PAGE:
COVID-19: UK's daily death figures are grim, but things are still not as bad last spring

·3-min read

More than 1,000 deaths.

The highest number of COVID-19 fatalities announced since the pandemic began.

An even higher figure than last spring.

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It is possible, when glancing at the headlines on COVID-19, to get the impression that things are utterly, apocalyptically bad.

But even though the pandemic is undoubtedly taking many lives, it is important to remain as cool-headed as we can about these numbers.

For a deeper look at them shows you that the story isn't quite as dramatic as some of the headlines might suggest.

Now, looking at death statistics is not a job anyone relishes.

Beneath these figures are thousands of stories of personal tragedy, with hundreds of thousands of families across the country affected directly or indirectly.

But look at these numbers we must, since they help show us the extent to which this disease is spreading - which in turn gives us a sense of how many more restrictions on our lives are likely in the coming weeks.

It is certainly true that many deaths have been announced over the past few days, and it is highly likely that many more will be announced in the coming days.

But is this really a worse moment for mortality than in the spring, when the country faced that first dramatic wave of the virus? Not necessarily - at least not yet.

The important thing to remember here is that the number of deaths announced each day can be quite volatile, as it depends on when those deaths are registered.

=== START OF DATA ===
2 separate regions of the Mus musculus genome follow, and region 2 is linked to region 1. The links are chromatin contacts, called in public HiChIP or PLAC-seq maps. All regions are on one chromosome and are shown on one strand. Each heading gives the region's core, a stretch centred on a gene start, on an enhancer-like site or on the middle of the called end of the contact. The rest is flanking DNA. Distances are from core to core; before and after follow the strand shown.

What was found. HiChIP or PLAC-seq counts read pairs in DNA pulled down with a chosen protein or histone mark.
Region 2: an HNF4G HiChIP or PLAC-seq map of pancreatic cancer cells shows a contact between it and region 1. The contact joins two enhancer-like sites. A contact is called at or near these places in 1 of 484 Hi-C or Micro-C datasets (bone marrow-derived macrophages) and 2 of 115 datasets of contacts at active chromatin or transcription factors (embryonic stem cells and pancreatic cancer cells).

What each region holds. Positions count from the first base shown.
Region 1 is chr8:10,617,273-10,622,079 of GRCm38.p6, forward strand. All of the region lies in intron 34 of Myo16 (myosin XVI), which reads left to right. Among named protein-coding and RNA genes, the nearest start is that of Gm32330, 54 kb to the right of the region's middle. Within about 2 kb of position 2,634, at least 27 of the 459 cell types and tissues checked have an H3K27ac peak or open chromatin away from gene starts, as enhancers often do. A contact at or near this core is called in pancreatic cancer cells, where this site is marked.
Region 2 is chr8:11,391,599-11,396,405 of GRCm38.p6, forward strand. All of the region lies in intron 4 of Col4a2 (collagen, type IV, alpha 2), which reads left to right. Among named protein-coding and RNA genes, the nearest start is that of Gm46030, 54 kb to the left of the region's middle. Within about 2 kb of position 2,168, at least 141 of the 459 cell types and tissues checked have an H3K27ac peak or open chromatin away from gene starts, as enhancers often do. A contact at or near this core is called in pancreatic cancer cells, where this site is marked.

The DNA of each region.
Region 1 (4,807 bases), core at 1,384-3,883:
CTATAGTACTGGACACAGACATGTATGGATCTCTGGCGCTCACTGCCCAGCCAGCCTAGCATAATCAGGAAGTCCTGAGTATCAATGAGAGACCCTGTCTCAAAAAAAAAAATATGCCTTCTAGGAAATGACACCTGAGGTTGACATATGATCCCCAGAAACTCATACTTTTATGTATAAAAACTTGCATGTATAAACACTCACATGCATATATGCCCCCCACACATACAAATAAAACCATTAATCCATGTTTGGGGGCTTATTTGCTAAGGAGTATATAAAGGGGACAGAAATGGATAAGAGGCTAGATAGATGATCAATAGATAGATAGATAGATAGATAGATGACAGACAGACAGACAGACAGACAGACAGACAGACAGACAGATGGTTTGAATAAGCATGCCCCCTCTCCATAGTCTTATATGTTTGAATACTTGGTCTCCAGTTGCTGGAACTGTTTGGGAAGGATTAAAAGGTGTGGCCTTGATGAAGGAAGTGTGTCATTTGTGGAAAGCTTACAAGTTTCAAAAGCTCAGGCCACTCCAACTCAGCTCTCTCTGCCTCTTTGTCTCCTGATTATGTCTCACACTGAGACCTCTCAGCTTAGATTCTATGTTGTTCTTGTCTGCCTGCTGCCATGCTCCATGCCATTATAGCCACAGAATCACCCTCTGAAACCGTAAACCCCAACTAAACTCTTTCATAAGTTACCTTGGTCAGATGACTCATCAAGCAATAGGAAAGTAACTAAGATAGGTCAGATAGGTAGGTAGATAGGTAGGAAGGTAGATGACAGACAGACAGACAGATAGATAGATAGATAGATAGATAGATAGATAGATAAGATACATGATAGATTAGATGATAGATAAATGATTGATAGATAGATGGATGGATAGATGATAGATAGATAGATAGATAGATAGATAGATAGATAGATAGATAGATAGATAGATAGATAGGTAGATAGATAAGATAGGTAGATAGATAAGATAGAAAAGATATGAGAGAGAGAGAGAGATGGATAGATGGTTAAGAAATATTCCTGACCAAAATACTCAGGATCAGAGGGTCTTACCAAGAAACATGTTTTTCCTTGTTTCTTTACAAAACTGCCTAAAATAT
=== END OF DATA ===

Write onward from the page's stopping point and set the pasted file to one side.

The number is especially volatile at the moment since we had a number of bank holidays over the Christmas and New Year period.

In other words, if you want to look at the deaths numbers to get a sense of how the pandemic is spreading, you need to be very cautious with those daily announced deaths figures.

A more appropriate way of comparing this period with the spring is to look at these deaths by the date they occur, rather than the date they are registered.

These figures are somewhat less up-to-date but they are at least properly comparable.

And on the basis of deaths by occurrence, they are climbing but have not reached the levels they did in the spring, when they peaked at over 1,000 deaths in a single day.

This is not to say we will not surpass that depressing number.

If the growth in deaths continues as it has done in recent weeks we may reach that miserable milestone in a week or two. However, we are not there yet.

In one sense these distinctions do not matter; after all, what really matters for most of us is the terrible toll of the virus on our lives and those of our families and friends.

Even a slowly rising curve still means more people are dying.

However in another sense it does matter greatly, since this statistic is one of the main ways of tracking how fast the virus is spreading.

If we give ourselves the impression that the spread is more rapid than in the spring that would give rise to more fear than is justified by the current situation (which, don't get me wrong, is still very serious and very concerning).

We will keep a close eye on these figures in the coming weeks to gauge whether there is any improvement.

The good news is that it does look as if case growth might be slowing.

The bad news is that for the time being hospital numbers are still rising and that implies more deaths to come.